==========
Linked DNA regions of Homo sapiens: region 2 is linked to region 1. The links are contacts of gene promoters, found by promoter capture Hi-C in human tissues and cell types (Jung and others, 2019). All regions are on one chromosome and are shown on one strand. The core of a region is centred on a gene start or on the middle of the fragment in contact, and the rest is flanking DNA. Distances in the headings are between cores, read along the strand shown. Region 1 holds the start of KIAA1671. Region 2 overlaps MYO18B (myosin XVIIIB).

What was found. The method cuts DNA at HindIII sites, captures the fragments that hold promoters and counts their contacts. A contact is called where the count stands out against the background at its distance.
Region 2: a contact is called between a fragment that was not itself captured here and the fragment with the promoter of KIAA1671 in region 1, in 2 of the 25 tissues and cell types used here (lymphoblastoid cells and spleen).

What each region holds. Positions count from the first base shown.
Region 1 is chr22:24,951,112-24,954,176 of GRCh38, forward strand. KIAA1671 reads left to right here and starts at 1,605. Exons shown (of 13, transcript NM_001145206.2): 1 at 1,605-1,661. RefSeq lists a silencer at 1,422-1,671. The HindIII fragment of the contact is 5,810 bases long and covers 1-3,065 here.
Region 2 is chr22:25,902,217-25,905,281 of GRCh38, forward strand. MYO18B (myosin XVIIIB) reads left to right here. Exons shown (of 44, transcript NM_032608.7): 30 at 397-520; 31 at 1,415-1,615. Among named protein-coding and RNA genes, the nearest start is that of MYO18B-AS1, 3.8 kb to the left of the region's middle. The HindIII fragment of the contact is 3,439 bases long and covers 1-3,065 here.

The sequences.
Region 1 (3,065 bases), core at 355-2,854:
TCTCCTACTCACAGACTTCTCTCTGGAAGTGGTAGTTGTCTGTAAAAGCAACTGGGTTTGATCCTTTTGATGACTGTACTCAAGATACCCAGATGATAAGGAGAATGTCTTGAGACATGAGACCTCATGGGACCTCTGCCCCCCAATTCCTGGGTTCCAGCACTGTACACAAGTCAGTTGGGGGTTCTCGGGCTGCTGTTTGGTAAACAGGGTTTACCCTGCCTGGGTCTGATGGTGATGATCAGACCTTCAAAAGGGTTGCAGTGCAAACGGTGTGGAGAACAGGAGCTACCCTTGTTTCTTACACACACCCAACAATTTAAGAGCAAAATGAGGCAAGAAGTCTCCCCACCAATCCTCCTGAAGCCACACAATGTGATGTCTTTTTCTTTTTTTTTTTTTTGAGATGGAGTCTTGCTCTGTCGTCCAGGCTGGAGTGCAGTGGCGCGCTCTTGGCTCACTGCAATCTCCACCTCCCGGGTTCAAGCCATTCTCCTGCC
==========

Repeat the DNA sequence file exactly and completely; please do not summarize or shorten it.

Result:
Linked DNA regions of Homo sapiens: region 2 is linked to region 1. The links are contacts of gene promoters, found by promoter capture Hi-C in human tissues and cell types (Jung and others, 2019). All regions are on one chromosome and are shown on one strand. The core of a region is centred on a gene start or on the middle of the fragment in contact, and the rest is flanking DNA. Distances in the headings are between cores, read along the strand shown. Region 1 holds the start of KIAA1671. Region 2 overlaps MYO18B (myosin XVIIIB).

What was found. The method cuts DNA at HindIII sites, captures the fragments that hold promoters and counts their contacts. A contact is called where the count stands out against the background at its distance.
Region 2: a contact is called between a fragment that was not itself captured here and the fragment with the promoter of KIAA1671 in region 1, in 2 of the 25 tissues and cell types used here (lymphoblastoid cells and spleen).

What each region holds. Positions count from the first base shown.
Region 1 is chr22:24,951,112-24,954,176 of GRCh38, forward strand. KIAA1671 reads left to right here and starts at 1,605. Exons shown (of 13, transcript NM_001145206.2): 1 at 1,605-1,661. RefSeq lists a silencer at 1,422-1,671. The HindIII fragment of the contact is 5,810 bases long and covers 1-3,065 here.
Region 2 is chr22:25,902,217-25,905,281 of GRCh38, forward strand. MYO18B (myosin XVIIIB) reads left to right here. Exons shown (of 44, transcript NM_032608.7): 30 at 397-520; 31 at 1,415-1,615. Among named protein-coding and RNA genes, the nearest start is that of MYO18B-AS1, 3.8 kb to the left of the region's middle. The HindIII fragment of the contact is 3,439 bases long and covers 1-3,065 here.

The sequences.
Region 1 (3,065 bases), core at 355-2,854:
TCTCCTACTCACAGACTTCTCTCTGGAAGTGGTAGTTGTCTGTAAAAGCAACTGGGTTTGATCCTTTTGATGACTGTACTCAAGATACCCAGATGATAAGGAGAATGTCTTGAGACATGAGACCTCATGGGACCTCTGCCCCCCAATTCCTGGGTTCCAGCACTGTACACAAGTCAGTTGGGGGTTCTCGGGCTGCTGTTTGGTAAACAGGGTTTACCCTGCCTGGGTCTGATGGTGATGATCAGACCTTCAAAAGGGTTGCAGTGCAAACGGTGTGGAGAACAGGAGCTACCCTTGTTTCTTACACACACCCAACAATTTAAGAGCAAAATGAGGCAAGAAGTCTCCCCACCAATCCTCCTGAAGCCACACAATGTGATGTCTTTTTCTTTTTTTTTTTTTTGAGATGGAGTCTTGCTCTGTCGTCCAGGCTGGAGTGCAGTGGCGCGCTCTTGGCTCACTGCAATCTCCACCTCCCGGGTTCAAGCCATTCTCCTGCC